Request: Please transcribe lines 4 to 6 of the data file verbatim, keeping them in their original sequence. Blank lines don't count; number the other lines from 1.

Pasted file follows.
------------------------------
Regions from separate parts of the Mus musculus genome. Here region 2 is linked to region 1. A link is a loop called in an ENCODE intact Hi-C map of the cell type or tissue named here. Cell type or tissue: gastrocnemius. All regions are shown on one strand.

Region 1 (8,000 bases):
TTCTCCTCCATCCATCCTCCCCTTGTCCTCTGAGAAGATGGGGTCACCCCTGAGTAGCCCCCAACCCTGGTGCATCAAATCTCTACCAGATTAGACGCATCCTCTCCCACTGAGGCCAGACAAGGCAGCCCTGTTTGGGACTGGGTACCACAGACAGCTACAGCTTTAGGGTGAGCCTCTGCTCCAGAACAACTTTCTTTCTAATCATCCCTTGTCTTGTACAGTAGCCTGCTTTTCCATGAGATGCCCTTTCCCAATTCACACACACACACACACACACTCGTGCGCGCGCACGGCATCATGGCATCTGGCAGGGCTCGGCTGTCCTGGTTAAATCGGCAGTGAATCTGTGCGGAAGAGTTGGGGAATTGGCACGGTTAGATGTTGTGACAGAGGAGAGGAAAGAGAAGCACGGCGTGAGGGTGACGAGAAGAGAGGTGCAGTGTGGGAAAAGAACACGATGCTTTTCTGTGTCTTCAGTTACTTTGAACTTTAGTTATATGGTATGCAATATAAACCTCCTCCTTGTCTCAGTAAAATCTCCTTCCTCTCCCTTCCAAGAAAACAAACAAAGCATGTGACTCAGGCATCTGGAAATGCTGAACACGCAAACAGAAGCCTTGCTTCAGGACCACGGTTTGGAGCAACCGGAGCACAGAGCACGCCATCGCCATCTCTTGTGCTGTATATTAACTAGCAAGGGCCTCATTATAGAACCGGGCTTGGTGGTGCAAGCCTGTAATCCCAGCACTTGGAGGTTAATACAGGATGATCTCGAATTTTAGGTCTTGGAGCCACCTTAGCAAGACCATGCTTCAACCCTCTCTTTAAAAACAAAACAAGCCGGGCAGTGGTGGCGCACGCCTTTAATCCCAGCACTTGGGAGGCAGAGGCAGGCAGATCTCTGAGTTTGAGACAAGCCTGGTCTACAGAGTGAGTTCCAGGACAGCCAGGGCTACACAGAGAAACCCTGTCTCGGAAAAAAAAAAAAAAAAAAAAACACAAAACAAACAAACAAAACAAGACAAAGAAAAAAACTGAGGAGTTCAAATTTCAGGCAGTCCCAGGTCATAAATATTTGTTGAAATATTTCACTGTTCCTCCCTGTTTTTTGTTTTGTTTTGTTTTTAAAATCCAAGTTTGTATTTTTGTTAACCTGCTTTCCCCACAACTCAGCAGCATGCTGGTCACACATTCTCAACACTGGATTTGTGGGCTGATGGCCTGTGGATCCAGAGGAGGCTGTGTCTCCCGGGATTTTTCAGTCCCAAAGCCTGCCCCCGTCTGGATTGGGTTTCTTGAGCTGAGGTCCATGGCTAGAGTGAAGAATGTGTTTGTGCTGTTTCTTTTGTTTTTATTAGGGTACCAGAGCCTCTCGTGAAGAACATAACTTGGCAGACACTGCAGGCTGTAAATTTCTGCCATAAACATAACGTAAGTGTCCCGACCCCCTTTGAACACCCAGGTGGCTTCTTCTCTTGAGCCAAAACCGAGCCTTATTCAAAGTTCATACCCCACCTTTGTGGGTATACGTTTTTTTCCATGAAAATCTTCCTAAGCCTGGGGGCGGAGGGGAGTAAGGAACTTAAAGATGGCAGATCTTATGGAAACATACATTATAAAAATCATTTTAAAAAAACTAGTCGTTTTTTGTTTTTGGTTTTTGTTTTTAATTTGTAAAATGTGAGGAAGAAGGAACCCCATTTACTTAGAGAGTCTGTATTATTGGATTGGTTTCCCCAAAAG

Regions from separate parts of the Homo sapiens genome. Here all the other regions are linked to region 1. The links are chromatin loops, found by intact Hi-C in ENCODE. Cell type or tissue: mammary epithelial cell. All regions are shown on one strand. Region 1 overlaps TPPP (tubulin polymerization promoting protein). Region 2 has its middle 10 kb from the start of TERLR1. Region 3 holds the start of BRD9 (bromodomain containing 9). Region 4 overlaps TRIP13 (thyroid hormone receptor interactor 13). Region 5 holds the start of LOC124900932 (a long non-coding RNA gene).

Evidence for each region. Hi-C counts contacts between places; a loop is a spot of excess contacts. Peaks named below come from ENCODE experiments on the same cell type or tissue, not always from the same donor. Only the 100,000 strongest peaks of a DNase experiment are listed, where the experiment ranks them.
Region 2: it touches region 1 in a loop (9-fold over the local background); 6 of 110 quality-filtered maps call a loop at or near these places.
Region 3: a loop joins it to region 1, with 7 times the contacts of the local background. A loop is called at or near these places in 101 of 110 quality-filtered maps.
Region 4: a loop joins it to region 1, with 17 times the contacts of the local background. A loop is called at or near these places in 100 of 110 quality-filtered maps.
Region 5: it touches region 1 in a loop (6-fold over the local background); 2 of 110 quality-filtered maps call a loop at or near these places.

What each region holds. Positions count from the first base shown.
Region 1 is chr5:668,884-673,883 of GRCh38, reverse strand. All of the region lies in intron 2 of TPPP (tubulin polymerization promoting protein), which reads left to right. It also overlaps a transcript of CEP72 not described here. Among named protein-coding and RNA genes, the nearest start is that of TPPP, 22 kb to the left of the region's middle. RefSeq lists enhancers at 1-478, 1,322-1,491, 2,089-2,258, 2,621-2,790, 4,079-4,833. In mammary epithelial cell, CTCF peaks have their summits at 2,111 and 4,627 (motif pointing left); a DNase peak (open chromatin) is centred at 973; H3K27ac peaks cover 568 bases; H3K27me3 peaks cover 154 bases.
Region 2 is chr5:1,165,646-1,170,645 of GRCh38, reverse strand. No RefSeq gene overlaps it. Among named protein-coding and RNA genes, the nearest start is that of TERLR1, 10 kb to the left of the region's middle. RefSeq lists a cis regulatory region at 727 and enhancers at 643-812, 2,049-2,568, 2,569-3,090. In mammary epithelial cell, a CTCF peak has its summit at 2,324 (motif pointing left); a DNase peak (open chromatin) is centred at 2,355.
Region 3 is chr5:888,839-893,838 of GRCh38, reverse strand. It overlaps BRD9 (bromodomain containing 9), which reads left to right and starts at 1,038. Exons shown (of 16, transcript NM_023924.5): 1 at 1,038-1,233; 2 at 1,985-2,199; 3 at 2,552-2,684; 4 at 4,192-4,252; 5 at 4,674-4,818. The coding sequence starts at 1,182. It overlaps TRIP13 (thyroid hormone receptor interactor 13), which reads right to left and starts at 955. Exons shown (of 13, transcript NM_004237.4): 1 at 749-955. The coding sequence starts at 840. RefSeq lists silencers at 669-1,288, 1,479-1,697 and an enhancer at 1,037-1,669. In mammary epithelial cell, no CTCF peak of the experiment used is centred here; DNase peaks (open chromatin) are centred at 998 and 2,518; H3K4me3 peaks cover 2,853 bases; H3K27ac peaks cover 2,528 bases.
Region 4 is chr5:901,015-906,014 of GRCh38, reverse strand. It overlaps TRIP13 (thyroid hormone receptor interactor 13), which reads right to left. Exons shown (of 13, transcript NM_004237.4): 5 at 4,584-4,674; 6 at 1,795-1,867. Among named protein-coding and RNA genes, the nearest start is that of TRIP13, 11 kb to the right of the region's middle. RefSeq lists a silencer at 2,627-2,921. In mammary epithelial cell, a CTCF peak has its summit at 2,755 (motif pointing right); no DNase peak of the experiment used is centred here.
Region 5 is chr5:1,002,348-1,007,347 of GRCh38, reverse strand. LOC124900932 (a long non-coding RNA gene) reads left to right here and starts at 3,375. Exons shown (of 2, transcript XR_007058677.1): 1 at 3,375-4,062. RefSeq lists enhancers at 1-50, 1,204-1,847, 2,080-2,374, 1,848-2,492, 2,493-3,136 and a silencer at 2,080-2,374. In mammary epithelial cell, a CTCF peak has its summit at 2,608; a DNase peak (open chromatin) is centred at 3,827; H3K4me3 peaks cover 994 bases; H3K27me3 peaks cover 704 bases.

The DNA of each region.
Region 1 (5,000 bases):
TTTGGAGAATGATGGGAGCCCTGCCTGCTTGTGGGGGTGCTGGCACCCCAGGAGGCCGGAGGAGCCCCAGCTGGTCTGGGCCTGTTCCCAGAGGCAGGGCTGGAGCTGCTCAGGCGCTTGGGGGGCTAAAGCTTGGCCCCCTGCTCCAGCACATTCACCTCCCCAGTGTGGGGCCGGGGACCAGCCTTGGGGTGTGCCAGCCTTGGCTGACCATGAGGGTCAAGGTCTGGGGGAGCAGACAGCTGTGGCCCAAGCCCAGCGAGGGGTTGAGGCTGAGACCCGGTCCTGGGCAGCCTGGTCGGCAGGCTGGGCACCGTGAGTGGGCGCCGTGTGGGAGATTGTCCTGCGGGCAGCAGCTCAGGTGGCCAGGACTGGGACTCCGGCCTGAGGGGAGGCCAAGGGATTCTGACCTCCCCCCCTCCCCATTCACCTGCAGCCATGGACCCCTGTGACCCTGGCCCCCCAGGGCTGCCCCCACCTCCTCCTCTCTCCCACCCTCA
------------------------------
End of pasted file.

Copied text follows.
Regions from separate parts of the Homo sapiens genome. Here all the other regions are linked to region 1. The links are chromatin loops, found by intact Hi-C in ENCODE. Cell type or tissue: mammary epithelial cell. All regions are shown on one strand. Region 1 overlaps TPPP (tubulin polymerization promoting protein). Region 2 has its middle 10 kb from the start of TERLR1. Region 3 holds the start of BRD9 (bromodomain containing 9). Region 4 overlaps TRIP13 (thyroid hormone receptor interactor 13). Region 5 holds the start of LOC124900932 (a long non-coding RNA gene).

Evidence for each region. Hi-C counts contacts between places; a loop is a spot of excess contacts. Peaks named below come from ENCODE experiments on the same cell type or tissue, not always from the same donor. Only the 100,000 strongest peaks of a DNase experiment are listed, where the experiment ranks them.
Region 2: it touches region 1 in a loop (9-fold over the local background); 6 of 110 quality-filtered maps call a loop at or near these places.